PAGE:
Schurgers: For the general healthy population, natural vitamin K2 will be effective in nutritional (physiological) dosages, which fits in the current official recommendations. As Figure 4 shows, the data from the Rotterdam Study nicely show that the regular consumption of 45 mcg vitamin K2 per day reduced the incidence of calcification by 50%.
Passwater: Do these nutritional levels present a problem to people on anticoagulation medication? Oral 4-hydroxycoumarin derivatives such as warfarin are widely prescribed anticoagulants for the treatment of thrombotic disorders. Warfarin is also commonly used as a rodent poison as large quantities can cause them to bleed to death. These drugs inhibit the body’s cycling of vitamin K to the active form that assists in the gamma-carboxylation of specific proteins such as procoagulants, osteocalcin and MGP. Earlier, you mentioned inducing arterial calcification by using warfarin.
Schurgers: Today, we find daily intakes of 45 mcg of vitamin K2 do not interfere with anticoagulation medication. It is known that the high intake of vitamin K (either K1 or K2) overcomes the anticoagulant effect of coumarins. As long as coumarins such as warfarin are around, interference with vitamin K (whatever form) will be an issue. I am very confident that most people will switch in the near future from coumarin to specific oral anticoagulants such as dabigatran, which may not be available in the United States yet. Dabigatran has been marketed as Pradaxa since April 2008 in European countries and as Pradax in Canada. For now, we advise people on oral anti-coagulant medication to consult their medical doctors.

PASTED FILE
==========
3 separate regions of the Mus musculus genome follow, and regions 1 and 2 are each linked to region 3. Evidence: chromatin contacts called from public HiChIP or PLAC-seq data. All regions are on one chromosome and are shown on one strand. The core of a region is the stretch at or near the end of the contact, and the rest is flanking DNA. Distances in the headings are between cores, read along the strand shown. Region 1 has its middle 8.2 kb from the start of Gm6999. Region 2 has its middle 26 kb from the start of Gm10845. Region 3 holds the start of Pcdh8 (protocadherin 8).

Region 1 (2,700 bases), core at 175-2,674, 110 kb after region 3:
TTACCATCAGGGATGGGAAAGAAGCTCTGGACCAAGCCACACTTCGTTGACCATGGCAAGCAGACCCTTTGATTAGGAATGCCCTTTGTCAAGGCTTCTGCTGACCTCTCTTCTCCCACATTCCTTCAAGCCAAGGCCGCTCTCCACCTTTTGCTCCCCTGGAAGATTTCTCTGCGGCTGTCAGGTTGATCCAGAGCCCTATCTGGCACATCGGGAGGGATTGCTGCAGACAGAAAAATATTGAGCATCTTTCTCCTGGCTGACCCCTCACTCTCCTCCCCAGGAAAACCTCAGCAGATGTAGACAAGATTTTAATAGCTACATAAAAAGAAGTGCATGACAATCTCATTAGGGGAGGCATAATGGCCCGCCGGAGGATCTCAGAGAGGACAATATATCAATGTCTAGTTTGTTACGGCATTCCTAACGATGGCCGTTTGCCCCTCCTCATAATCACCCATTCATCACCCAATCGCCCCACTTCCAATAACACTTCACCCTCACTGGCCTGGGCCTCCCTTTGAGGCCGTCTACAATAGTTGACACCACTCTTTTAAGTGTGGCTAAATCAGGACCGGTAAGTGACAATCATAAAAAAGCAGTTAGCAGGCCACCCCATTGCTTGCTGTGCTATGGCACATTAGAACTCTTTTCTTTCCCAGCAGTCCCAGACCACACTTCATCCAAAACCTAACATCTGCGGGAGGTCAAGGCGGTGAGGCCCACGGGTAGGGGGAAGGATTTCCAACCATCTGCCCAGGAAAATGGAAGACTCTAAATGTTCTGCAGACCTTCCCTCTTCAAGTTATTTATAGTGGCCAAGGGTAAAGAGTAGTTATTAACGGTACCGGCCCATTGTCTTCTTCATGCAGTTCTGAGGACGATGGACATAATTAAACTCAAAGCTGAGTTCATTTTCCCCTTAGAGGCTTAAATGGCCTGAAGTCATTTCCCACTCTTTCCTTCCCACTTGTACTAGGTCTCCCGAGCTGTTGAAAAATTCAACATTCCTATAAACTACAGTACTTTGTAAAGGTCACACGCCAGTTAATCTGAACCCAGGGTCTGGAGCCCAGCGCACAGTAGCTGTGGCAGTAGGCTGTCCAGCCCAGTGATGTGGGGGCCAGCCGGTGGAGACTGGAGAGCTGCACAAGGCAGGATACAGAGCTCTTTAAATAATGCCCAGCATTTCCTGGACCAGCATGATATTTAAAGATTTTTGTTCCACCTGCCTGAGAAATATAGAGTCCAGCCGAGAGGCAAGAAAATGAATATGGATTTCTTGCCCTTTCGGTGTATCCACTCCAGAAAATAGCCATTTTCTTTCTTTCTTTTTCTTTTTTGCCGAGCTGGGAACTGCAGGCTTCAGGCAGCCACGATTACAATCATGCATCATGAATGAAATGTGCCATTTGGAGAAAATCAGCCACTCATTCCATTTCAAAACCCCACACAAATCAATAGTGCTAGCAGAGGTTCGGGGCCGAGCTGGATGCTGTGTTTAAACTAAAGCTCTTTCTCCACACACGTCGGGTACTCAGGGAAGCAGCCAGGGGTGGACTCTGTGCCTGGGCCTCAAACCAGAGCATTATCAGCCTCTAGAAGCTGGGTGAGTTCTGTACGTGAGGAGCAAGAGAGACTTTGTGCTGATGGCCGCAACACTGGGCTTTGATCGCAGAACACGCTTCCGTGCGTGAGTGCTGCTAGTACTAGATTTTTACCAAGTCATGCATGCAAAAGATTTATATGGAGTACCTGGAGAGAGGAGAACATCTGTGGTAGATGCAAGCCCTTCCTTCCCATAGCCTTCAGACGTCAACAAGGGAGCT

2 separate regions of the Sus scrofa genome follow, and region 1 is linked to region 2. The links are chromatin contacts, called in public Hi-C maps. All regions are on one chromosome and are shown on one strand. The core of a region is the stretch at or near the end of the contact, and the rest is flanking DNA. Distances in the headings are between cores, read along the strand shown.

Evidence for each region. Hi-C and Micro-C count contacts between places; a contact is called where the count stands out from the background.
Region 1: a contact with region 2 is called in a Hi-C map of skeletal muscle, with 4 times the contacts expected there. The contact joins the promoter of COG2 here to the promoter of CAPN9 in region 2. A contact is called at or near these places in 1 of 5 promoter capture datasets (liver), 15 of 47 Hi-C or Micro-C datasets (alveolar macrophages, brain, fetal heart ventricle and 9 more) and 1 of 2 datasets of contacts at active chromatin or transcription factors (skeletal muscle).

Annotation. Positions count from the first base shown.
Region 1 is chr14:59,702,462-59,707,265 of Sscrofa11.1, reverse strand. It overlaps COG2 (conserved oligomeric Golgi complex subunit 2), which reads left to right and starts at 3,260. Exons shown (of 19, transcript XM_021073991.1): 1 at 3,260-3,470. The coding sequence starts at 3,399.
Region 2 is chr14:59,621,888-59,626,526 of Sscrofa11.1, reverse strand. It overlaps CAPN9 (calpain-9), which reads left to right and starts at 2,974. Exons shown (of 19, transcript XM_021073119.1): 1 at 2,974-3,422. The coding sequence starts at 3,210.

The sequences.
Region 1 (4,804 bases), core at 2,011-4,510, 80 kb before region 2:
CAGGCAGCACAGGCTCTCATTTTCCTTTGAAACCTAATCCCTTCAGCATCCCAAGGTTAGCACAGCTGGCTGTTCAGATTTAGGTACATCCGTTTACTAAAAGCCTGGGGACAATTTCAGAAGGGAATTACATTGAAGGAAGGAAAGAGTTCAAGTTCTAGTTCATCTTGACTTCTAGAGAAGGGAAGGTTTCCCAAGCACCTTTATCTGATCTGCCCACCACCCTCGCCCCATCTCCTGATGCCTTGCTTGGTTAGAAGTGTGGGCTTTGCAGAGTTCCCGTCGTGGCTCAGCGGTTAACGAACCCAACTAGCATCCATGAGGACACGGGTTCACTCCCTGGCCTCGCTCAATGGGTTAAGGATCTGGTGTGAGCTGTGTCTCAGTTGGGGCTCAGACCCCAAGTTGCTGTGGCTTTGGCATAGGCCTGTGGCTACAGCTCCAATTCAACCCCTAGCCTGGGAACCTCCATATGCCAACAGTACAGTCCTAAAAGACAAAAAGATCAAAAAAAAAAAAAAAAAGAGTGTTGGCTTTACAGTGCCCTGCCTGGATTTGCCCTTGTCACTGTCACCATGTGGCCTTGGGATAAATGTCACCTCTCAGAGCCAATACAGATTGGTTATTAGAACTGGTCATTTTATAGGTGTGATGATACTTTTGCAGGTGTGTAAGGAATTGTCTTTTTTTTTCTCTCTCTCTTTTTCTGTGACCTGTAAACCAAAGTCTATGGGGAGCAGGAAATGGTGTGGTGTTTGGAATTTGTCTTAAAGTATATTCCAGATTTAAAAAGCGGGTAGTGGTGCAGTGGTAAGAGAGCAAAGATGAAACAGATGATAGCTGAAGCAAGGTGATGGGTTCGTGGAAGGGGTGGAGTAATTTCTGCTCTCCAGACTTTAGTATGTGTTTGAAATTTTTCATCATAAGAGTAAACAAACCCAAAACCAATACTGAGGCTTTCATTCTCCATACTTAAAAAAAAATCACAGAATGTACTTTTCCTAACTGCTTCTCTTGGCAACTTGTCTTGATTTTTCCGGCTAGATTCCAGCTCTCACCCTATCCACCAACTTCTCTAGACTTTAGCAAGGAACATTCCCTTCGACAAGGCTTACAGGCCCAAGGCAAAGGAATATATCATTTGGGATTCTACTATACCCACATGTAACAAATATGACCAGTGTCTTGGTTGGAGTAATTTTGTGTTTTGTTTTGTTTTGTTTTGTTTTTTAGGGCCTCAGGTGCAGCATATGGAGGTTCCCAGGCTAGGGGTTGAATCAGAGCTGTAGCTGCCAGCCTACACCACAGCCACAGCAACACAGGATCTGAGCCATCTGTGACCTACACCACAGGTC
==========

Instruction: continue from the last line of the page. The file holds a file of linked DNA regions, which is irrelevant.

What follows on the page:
Passwater: Interesting! Around Thanksgiving time, a message went out to hospitals to make them in compliance with a national Joint Commission requirement regarding vitamin K-controlled diets for warfarin patients. Most patients on warfarin are warned not to consume “cranberry juice and dark greens such as spinach, broccoli and collard greens.” This advice will have detrimental effects on bones, arteries and heart valves. It is better to consume a constant intake of vitamin K and balance the ratio of warfarin –to–vitamin K with the International Normalized Ratio.
For normal healthy persons, there are no known adverse effects due to dosage as vitamin K has no activity other than gamma-carboxylation of certain proteins, and once they are 100% carboxylated, no other action occurs.
Schurgers: The U.S. Food and Nutrition Board of the Institute of Medicine has not set an Tolerable Upper Intake Level as no adverse effect has been reported for healthy individuals consuming vitamin K.
Passwater: What is the difference between vitamin K1 and vitamin K2?
Schurgers: As Figure 2 in Part 1 shows, vitamins K1 and K2 are structurally related compounds exhibiting the same function: activation of vitamin K-dependent proteins. They differ, however, in the side chain and thus in lipophylicity. Because of this difference, vitamins K1 and K2 have different bioactivities, efficacies and bioavailabilities. Our research has shown that due to this difference, vitamin K1 is poorly absorbed (only some 15%) because of its tight binding to the chloroplast membrane. Moreover, vitamin K1 is not redistributed by the liver, and thus its main effect is the activation of vitamin K-dependent clotting factors in the liver. On the other hand, vitamin K2—due to its lipophylic character—is not only used by the liver but also redistributed via blood in VLDL and LDL. Therefore, vitamin K2 is very accessible for extra-hepatic tissues such as bone and vessel walls.
Passwater: What are good natural food sources of vitamin K2?